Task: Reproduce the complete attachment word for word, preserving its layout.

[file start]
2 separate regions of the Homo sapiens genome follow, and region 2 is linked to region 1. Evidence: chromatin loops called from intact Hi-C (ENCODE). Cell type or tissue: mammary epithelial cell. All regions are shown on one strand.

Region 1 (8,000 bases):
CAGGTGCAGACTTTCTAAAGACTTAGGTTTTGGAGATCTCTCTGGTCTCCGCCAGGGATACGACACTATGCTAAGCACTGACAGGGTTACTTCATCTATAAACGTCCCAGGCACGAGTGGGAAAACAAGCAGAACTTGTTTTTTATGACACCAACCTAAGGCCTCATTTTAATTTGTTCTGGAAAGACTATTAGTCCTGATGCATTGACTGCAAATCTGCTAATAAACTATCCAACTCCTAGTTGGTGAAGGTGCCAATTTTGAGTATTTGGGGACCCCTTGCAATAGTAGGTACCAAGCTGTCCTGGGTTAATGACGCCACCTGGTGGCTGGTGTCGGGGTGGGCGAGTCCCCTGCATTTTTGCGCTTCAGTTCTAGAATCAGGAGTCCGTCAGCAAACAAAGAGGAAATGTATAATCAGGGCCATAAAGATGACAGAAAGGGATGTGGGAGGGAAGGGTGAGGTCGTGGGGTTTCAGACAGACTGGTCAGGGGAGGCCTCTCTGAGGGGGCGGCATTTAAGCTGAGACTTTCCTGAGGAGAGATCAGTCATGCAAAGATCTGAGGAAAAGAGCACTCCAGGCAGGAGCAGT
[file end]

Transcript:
2 separate regions of the Homo sapiens genome follow, and region 2 is linked to region 1. Evidence: chromatin loops called from intact Hi-C (ENCODE). Cell type or tissue: mammary epithelial cell. All regions are shown on one strand.

Region 1 (8,000 bases):
CAGGTGCAGACTTTCTAAAGACTTAGGTTTTGGAGATCTCTCTGGTCTCCGCCAGGGATACGACACTATGCTAAGCACTGACAGGGTTACTTCATCTATAAACGTCCCAGGCACGAGTGGGAAAACAAGCAGAACTTGTTTTTTATGACACCAACCTAAGGCCTCATTTTAATTTGTTCTGGAAAGACTATTAGTCCTGATGCATTGACTGCAAATCTGCTAATAAACTATCCAACTCCTAGTTGGTGAAGGTGCCAATTTTGAGTATTTGGGGACCCCTTGCAATAGTAGGTACCAAGCTGTCCTGGGTTAATGACGCCACCTGGTGGCTGGTGTCGGGGTGGGCGAGTCCCCTGCATTTTTGCGCTTCAGTTCTAGAATCAGGAGTCCGTCAGCAAACAAAGAGGAAATGTATAATCAGGGCCATAAAGATGACAGAAAGGGATGTGGGAGGGAAGGGTGAGGTCGTGGGGTTTCAGACAGACTGGTCAGGGGAGGCCTCTCTGAGGGGGCGGCATTTAAGCTGAGACTTTCCTGAGGAGAGATCAGTCATGCAAAGATCTGAGGAAAAGAGCACTCCAGGCAGGAGCAGT